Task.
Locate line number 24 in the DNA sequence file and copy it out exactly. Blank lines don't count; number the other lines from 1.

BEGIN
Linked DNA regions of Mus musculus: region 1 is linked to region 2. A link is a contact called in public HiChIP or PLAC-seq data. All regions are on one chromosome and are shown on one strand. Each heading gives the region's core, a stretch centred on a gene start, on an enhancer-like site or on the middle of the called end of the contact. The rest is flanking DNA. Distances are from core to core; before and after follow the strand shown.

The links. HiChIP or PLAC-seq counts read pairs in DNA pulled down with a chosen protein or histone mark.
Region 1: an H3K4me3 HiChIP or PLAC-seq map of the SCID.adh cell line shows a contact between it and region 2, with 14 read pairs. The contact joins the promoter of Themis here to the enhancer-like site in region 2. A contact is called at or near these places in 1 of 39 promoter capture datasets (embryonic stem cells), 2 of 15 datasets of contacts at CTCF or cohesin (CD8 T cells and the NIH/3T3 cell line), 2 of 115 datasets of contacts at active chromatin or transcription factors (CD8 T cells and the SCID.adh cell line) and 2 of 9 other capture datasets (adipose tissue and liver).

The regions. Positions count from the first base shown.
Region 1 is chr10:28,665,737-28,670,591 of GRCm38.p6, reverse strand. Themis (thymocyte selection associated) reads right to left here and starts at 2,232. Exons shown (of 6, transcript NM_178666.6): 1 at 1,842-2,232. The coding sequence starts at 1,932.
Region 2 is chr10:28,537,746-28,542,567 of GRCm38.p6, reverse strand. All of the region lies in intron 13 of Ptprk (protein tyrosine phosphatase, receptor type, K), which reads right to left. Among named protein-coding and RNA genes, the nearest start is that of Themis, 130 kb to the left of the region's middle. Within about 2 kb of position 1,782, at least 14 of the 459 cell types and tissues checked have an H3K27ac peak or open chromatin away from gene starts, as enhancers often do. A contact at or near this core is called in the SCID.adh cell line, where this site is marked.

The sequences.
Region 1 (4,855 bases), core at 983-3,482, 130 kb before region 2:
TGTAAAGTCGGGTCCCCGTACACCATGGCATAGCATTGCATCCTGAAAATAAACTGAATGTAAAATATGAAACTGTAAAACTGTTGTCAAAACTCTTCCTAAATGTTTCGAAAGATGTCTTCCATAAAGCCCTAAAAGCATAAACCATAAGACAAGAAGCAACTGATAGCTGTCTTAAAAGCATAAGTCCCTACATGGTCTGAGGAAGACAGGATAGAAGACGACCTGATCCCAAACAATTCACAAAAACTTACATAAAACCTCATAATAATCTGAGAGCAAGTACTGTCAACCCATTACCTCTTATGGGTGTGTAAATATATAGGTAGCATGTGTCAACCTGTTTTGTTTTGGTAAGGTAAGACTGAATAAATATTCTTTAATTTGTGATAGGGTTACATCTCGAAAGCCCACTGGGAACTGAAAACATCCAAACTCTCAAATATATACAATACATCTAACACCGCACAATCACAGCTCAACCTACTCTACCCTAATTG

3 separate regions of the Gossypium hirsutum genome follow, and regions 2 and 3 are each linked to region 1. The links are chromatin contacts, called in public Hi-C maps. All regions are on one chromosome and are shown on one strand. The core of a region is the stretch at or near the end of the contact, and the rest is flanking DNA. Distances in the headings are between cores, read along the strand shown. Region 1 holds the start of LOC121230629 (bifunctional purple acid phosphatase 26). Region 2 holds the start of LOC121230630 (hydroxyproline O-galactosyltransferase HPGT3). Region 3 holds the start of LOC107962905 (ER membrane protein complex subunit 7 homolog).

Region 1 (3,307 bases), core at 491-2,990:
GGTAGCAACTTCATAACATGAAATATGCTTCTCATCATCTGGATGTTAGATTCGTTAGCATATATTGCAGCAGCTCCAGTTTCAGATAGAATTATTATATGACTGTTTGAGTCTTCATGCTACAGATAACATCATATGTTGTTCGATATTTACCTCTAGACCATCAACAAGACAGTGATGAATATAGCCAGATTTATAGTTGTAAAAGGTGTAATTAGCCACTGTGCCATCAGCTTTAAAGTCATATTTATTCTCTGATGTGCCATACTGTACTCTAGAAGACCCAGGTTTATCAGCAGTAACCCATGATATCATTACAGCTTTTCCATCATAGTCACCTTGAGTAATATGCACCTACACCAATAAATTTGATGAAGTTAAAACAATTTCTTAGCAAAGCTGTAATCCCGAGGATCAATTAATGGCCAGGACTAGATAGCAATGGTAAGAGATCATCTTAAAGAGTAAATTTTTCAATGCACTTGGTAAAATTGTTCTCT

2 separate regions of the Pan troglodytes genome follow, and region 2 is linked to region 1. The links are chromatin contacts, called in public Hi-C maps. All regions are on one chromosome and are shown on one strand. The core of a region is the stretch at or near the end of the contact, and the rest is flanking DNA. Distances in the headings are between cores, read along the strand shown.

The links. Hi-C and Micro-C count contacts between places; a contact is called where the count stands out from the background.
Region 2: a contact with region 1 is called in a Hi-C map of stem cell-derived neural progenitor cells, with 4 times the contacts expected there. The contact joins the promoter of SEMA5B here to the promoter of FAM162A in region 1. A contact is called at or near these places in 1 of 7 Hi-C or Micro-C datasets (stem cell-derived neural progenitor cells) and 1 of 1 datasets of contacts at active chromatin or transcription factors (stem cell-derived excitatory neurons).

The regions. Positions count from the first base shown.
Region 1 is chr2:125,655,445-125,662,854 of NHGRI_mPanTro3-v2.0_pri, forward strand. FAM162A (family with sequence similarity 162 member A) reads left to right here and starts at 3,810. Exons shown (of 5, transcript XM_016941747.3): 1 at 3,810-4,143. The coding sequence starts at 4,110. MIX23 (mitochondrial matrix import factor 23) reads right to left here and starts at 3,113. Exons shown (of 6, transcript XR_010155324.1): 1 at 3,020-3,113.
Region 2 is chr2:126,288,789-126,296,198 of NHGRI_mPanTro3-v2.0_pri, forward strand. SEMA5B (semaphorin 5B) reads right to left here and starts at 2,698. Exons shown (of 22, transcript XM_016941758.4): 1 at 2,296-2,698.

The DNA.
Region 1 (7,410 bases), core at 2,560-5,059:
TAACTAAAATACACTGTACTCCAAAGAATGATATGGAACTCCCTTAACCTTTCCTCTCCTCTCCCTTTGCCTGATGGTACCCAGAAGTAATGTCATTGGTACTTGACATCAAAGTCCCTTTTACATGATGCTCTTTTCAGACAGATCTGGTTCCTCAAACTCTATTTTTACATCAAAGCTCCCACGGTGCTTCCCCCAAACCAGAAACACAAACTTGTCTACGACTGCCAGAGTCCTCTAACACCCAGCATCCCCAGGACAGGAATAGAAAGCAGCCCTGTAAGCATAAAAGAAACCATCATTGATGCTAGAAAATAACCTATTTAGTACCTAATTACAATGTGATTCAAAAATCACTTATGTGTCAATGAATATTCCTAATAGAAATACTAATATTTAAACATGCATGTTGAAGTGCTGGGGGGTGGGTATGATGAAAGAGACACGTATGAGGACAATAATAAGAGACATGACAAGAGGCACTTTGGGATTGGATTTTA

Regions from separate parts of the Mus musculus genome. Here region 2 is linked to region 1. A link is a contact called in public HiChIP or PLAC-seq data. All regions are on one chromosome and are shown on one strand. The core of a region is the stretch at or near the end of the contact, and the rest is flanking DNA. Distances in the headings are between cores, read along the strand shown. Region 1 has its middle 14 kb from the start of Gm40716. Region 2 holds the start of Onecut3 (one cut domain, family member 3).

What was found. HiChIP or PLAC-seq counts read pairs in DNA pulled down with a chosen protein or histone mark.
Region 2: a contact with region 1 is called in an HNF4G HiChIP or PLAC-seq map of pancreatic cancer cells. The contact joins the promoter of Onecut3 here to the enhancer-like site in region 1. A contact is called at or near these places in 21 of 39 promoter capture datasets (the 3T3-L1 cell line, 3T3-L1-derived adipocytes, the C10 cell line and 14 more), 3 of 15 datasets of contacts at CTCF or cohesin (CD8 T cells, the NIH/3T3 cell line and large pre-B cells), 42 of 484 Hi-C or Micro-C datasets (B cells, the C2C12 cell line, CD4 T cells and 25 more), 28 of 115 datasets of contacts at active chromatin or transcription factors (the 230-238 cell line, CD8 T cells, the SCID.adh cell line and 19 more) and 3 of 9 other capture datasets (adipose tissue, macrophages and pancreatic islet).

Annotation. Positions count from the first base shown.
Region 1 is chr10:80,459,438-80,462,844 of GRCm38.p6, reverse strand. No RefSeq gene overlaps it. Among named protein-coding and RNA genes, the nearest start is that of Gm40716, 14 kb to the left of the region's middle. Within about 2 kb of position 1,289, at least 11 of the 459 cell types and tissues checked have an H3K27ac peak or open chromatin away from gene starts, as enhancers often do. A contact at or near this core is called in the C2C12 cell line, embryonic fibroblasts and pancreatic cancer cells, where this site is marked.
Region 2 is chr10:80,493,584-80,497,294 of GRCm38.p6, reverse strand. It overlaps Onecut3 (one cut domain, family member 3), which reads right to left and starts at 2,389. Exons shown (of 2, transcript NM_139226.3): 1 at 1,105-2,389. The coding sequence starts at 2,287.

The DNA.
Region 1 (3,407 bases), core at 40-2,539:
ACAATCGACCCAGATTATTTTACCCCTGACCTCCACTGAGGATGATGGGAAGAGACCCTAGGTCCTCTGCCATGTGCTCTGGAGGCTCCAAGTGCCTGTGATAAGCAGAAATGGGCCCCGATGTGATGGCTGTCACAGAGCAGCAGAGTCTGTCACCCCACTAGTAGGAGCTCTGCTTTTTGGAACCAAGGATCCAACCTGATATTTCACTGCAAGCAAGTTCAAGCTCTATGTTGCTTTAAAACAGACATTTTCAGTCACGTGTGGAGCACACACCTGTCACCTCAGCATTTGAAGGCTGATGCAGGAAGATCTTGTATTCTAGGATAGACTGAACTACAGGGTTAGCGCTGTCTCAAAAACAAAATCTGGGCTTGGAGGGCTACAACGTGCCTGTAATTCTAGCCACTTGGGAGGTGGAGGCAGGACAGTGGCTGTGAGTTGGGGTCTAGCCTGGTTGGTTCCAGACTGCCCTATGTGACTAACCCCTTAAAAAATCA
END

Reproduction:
Region 2: a contact with region 1 is called in an HNF4G HiChIP or PLAC-seq map of pancreatic cancer cells. The contact joins the promoter of Onecut3 here to the enhancer-like site in region 1. A contact is called at or near these places in 21 of 39 promoter capture datasets (the 3T3-L1 cell line, 3T3-L1-derived adipocytes, the C10 cell line and 14 more), 3 of 15 datasets of contacts at CTCF or cohesin (CD8 T cells, the NIH/3T3 cell line and large pre-B cells), 42 of 484 Hi-C or Micro-C datasets (B cells, the C2C12 cell line, CD4 T cells and 25 more), 28 of 115 datasets of contacts at active chromatin or transcription factors (the 230-238 cell line, CD8 T cells, the SCID.adh cell line and 19 more) and 3 of 9 other capture datasets (adipose tissue, macrophages and pancreatic islet).